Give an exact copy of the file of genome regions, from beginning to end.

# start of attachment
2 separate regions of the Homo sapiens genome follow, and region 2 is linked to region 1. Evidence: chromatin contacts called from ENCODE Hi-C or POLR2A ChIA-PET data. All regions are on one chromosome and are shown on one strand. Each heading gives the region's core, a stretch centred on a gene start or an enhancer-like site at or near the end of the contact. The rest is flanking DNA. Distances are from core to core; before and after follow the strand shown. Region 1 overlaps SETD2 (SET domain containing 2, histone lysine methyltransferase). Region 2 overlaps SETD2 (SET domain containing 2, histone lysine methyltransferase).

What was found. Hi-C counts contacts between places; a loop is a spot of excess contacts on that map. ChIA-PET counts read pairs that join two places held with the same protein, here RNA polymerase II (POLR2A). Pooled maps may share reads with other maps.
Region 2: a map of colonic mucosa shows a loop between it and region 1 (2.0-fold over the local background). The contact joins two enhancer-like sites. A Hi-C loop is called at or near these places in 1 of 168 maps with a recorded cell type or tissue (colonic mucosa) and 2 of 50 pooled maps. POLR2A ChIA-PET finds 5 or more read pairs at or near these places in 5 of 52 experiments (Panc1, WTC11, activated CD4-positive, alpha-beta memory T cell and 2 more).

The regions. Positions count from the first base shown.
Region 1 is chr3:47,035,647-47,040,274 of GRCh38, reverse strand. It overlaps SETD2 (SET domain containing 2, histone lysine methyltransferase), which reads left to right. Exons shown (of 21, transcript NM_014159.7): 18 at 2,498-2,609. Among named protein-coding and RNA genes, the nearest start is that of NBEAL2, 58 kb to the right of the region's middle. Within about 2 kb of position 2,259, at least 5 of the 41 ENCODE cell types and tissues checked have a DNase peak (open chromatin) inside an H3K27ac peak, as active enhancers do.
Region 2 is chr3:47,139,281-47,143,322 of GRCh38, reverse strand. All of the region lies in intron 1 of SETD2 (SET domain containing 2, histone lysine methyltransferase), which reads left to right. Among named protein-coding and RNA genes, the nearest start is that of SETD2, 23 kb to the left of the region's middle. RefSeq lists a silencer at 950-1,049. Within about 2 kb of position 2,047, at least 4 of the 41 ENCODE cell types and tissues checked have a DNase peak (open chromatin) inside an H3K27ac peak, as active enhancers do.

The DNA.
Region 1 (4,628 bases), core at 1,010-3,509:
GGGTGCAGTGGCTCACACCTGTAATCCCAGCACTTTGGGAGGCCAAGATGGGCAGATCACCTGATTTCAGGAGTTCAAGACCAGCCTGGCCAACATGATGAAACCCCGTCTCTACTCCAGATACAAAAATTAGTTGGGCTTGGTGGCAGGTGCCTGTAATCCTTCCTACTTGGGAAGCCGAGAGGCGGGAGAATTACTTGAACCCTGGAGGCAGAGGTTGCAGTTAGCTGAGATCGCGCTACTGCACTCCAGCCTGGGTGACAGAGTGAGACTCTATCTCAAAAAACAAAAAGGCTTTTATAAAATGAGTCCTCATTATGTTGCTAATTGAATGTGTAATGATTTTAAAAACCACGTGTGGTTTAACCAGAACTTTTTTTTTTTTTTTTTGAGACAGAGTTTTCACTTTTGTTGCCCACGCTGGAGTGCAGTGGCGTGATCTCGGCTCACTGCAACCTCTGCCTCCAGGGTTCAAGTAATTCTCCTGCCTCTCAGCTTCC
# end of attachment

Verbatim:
2 separate regions of the Homo sapiens genome follow, and region 2 is linked to region 1. Evidence: chromatin contacts called from ENCODE Hi-C or POLR2A ChIA-PET data. All regions are on one chromosome and are shown on one strand. Each heading gives the region's core, a stretch centred on a gene start or an enhancer-like site at or near the end of the contact. The rest is flanking DNA. Distances are from core to core; before and after follow the strand shown. Region 1 overlaps SETD2 (SET domain containing 2, histone lysine methyltransferase). Region 2 overlaps SETD2 (SET domain containing 2, histone lysine methyltransferase).

What was found. Hi-C counts contacts between places; a loop is a spot of excess contacts on that map. ChIA-PET counts read pairs that join two places held with the same protein, here RNA polymerase II (POLR2A). Pooled maps may share reads with other maps.
Region 2: a map of colonic mucosa shows a loop between it and region 1 (2.0-fold over the local background). The contact joins two enhancer-like sites. A Hi-C loop is called at or near these places in 1 of 168 maps with a recorded cell type or tissue (colonic mucosa) and 2 of 50 pooled maps. POLR2A ChIA-PET finds 5 or more read pairs at or near these places in 5 of 52 experiments (Panc1, WTC11, activated CD4-positive, alpha-beta memory T cell and 2 more).

The regions. Positions count from the first base shown.
Region 1 is chr3:47,035,647-47,040,274 of GRCh38, reverse strand. It overlaps SETD2 (SET domain containing 2, histone lysine methyltransferase), which reads left to right. Exons shown (of 21, transcript NM_014159.7): 18 at 2,498-2,609. Among named protein-coding and RNA genes, the nearest start is that of NBEAL2, 58 kb to the right of the region's middle. Within about 2 kb of position 2,259, at least 5 of the 41 ENCODE cell types and tissues checked have a DNase peak (open chromatin) inside an H3K27ac peak, as active enhancers do.
Region 2 is chr3:47,139,281-47,143,322 of GRCh38, reverse strand. All of the region lies in intron 1 of SETD2 (SET domain containing 2, histone lysine methyltransferase), which reads left to right. Among named protein-coding and RNA genes, the nearest start is that of SETD2, 23 kb to the left of the region's middle. RefSeq lists a silencer at 950-1,049. Within about 2 kb of position 2,047, at least 4 of the 41 ENCODE cell types and tissues checked have a DNase peak (open chromatin) inside an H3K27ac peak, as active enhancers do.

The DNA.
Region 1 (4,628 bases), core at 1,010-3,509:
GGGTGCAGTGGCTCACACCTGTAATCCCAGCACTTTGGGAGGCCAAGATGGGCAGATCACCTGATTTCAGGAGTTCAAGACCAGCCTGGCCAACATGATGAAACCCCGTCTCTACTCCAGATACAAAAATTAGTTGGGCTTGGTGGCAGGTGCCTGTAATCCTTCCTACTTGGGAAGCCGAGAGGCGGGAGAATTACTTGAACCCTGGAGGCAGAGGTTGCAGTTAGCTGAGATCGCGCTACTGCACTCCAGCCTGGGTGACAGAGTGAGACTCTATCTCAAAAAACAAAAAGGCTTTTATAAAATGAGTCCTCATTATGTTGCTAATTGAATGTGTAATGATTTTAAAAACCACGTGTGGTTTAACCAGAACTTTTTTTTTTTTTTTTTGAGACAGAGTTTTCACTTTTGTTGCCCACGCTGGAGTGCAGTGGCGTGATCTCGGCTCACTGCAACCTCTGCCTCCAGGGTTCAAGTAATTCTCCTGCCTCTCAGCTTCC